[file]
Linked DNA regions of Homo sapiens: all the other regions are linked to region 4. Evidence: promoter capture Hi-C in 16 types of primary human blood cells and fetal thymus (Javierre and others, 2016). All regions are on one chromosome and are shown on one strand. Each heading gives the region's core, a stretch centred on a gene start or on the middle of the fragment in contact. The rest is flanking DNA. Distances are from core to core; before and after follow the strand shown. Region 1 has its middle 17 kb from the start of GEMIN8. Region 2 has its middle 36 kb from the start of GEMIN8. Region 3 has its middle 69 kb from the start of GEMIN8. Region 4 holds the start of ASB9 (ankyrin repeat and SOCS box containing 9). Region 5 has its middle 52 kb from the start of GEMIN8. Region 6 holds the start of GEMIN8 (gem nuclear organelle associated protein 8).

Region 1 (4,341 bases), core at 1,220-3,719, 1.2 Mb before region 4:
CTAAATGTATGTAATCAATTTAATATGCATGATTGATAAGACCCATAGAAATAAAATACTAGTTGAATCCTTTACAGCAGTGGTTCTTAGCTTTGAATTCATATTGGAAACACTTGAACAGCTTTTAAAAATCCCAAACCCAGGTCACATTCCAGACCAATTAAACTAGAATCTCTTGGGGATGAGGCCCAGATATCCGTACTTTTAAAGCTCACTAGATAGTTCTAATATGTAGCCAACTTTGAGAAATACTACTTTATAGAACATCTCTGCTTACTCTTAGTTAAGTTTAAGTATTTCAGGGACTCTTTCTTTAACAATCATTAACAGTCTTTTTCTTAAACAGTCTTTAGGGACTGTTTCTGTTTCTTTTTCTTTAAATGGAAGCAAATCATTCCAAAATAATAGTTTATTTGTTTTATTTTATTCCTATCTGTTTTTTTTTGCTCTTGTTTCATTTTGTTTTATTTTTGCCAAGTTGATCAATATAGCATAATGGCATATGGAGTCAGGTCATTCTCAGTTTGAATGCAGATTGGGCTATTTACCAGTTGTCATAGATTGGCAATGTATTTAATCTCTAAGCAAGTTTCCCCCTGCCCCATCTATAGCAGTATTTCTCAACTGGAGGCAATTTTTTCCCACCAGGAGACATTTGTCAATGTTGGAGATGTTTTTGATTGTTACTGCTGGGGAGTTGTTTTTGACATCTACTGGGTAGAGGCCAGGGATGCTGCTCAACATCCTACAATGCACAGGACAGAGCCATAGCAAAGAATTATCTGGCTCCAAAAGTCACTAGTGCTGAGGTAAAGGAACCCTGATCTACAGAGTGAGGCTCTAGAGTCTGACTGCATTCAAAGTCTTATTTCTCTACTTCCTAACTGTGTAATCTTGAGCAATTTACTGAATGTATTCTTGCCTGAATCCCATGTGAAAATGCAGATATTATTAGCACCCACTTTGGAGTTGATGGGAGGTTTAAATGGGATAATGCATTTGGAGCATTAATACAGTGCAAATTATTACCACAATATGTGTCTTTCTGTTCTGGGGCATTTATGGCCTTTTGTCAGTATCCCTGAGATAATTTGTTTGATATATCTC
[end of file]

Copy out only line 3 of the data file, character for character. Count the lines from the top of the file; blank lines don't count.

CTAAATGTATGTAATCAATTTAATATGCATGATTGATAAGACCCATAGAAATAAAATACTAGTTGAATCCTTTACAGCAGTGGTTCTTAGCTTTGAATTCATATTGGAAACACTTGAACAGCTTTTAAAAATCCCAAACCCAGGTCACATTCCAGACCAATTAAACTAGAATCTCTTGGGGATGAGGCCCAGATATCCGTACTTTTAAAGCTCACTAGATAGTTCTAATATGTAGCCAACTTTGAGAAATACTACTTTATAGAACATCTCTGCTTACTCTTAGTTAAGTTTAAGTATTTCAGGGACTCTTTCTTTAACAATCATTAACAGTCTTTTTCTTAAACAGTCTTTAGGGACTGTTTCTGTTTCTTTTTCTTTAAATGGAAGCAAATCATTCCAAAATAATAGTTTATTTGTTTTATTTTATTCCTATCTGTTTTTTTTTGCTCTTGTTTCATTTTGTTTTATTTTTGCCAAGTTGATCAATATAGCATAATGGCATATGGAGTCAGGTCATTCTCAGTTTGAATGCAGATTGGGCTATTTACCAGTTGTCATAGATTGGCAATGTATTTAATCTCTAAGCAAGTTTCCCCCTGCCCCATCTATAGCAGTATTTCTCAACTGGAGGCAATTTTTTCCCACCAGGAGACATTTGTCAATGTTGGAGATGTTTTTGATTGTTACTGCTGGGGAGTTGTTTTTGACATCTACTGGGTAGAGGCCAGGGATGCTGCTCAACATCCTACAATGCACAGGACAGAGCCATAGCAAAGAATTATCTGGCTCCAAAAGTCACTAGTGCTGAGGTAAAGGAACCCTGATCTACAGAGTGAGGCTCTAGAGTCTGACTGCATTCAAAGTCTTATTTCTCTACTTCCTAACTGTGTAATCTTGAGCAATTTACTGAATGTATTCTTGCCTGAATCCCATGTGAAAATGCAGATATTATTAGCACCCACTTTGGAGTTGATGGGAGGTTTAAATGGGATAATGCATTTGGAGCATTAATACAGTGCAAATTATTACCACAATATGTGTCTTTCTGTTCTGGGGCATTTATGGCCTTTTGTCAGTATCCCTGAGATAATTTGTTTGATATATCTC